"We do think the increase in HCV infections among pregnant women in our data is concerning," noted lead author Dr. Po-Hung (Victor) Chen, an assistant professor of medicine Johns Hopkins University School of Medicine's Comprehensive Transplant Center in Baltimore.
TO CONTINUE READING:
Written by Lindsay Kalter WebMD Health News
May 17, 2023 – Jose Martinez spent several years unhoused, jobless, and trapped in a cycle of addiction to synthetic marijuana – a lab-created drug that affected his mind and behavior and is dangerous and sometimes deadly.
His life changed when the Bronx, NY, resident began recovery in 2017, which he credits in large part to what is now an overdose prevention site in New York City’s Harlem neighborhood – one of two official so-called safe injection sites in the United States, where people can use illicit drugs under supervision of trained staff to prevent death and illness.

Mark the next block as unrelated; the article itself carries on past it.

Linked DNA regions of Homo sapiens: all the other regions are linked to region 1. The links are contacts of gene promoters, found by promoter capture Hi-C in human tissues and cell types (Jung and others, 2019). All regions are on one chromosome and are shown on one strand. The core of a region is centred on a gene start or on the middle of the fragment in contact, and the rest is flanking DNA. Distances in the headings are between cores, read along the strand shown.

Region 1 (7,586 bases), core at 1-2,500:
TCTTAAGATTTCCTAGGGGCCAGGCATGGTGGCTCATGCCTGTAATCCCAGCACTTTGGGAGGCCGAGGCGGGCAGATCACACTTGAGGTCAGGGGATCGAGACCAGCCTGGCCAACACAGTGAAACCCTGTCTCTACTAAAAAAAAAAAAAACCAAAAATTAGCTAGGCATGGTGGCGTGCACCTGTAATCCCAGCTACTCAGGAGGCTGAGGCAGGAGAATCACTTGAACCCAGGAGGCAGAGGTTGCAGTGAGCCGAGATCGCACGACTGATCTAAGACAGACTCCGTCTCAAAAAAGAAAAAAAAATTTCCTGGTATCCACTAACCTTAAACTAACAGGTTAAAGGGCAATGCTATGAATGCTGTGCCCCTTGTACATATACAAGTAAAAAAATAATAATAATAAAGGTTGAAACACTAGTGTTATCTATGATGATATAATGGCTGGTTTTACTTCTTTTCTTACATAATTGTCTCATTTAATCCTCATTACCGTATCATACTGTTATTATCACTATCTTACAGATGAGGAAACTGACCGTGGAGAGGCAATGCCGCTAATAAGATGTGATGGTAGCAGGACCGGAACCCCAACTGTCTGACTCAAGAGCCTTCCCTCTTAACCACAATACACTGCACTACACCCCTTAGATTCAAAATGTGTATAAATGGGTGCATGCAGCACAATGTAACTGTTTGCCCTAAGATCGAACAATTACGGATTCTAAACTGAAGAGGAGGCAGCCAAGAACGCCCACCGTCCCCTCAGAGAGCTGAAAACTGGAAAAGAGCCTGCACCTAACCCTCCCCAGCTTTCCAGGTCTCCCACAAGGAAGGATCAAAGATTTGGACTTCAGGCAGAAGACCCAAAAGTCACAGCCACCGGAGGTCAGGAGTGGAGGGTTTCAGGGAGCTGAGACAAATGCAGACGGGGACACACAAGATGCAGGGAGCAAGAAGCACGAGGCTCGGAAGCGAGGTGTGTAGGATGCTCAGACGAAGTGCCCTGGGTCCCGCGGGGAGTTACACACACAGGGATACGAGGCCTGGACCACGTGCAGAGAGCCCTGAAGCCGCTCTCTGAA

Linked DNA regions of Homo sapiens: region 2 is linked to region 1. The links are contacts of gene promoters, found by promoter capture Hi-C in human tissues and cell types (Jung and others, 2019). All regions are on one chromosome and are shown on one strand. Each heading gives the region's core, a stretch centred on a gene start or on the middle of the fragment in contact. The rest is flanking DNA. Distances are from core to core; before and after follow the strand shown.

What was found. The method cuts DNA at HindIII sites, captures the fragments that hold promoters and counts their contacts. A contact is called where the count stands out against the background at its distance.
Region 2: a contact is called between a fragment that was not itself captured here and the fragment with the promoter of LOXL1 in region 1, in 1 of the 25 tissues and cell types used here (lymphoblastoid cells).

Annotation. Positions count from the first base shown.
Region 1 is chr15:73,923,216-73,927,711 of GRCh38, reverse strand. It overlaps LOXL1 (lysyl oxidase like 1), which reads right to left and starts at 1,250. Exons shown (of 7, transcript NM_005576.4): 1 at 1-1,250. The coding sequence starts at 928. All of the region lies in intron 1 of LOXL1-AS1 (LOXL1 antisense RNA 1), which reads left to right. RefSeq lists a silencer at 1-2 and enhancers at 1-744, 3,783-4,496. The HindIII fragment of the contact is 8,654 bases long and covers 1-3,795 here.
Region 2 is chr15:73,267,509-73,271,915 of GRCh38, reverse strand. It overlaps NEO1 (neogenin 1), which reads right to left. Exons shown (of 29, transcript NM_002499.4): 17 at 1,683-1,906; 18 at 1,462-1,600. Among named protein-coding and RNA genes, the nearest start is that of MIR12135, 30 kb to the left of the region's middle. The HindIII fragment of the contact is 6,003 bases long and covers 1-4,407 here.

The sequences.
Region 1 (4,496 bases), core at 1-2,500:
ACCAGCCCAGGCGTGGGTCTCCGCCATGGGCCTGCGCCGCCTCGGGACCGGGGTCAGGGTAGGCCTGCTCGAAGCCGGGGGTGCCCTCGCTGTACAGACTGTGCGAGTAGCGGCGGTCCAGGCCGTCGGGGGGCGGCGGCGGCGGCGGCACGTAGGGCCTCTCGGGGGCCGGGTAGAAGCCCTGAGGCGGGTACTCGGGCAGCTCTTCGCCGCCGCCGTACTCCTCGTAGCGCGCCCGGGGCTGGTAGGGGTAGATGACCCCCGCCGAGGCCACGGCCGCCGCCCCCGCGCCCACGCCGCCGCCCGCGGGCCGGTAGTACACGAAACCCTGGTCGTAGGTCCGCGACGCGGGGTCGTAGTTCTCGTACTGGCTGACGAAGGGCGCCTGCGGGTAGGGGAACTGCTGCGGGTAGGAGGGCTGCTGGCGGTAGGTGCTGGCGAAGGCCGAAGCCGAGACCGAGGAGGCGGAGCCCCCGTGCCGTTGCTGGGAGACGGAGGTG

The other is in the city’s Washington Heights neighborhood. At the time, both locations were needle exchanges, which merged and added supervised injection to create OnPoint NYC in 2021.
Though Martinez did not inject drugs, he took advantage of the other resources there, including laundry facilities and showers.
“People can access safer supplies, but also mental health services, and I used those,” said Martinez, 35. “Before that, I tried rehab and detox, and they didn’t work for me. The [site] helped me get there when I was ready.”
I tried rehab and detox, and they didn’t work for me. The [site] helped me get there when I was ready.
Former addict Jose MartinezHe added, “We were a community, like a family.”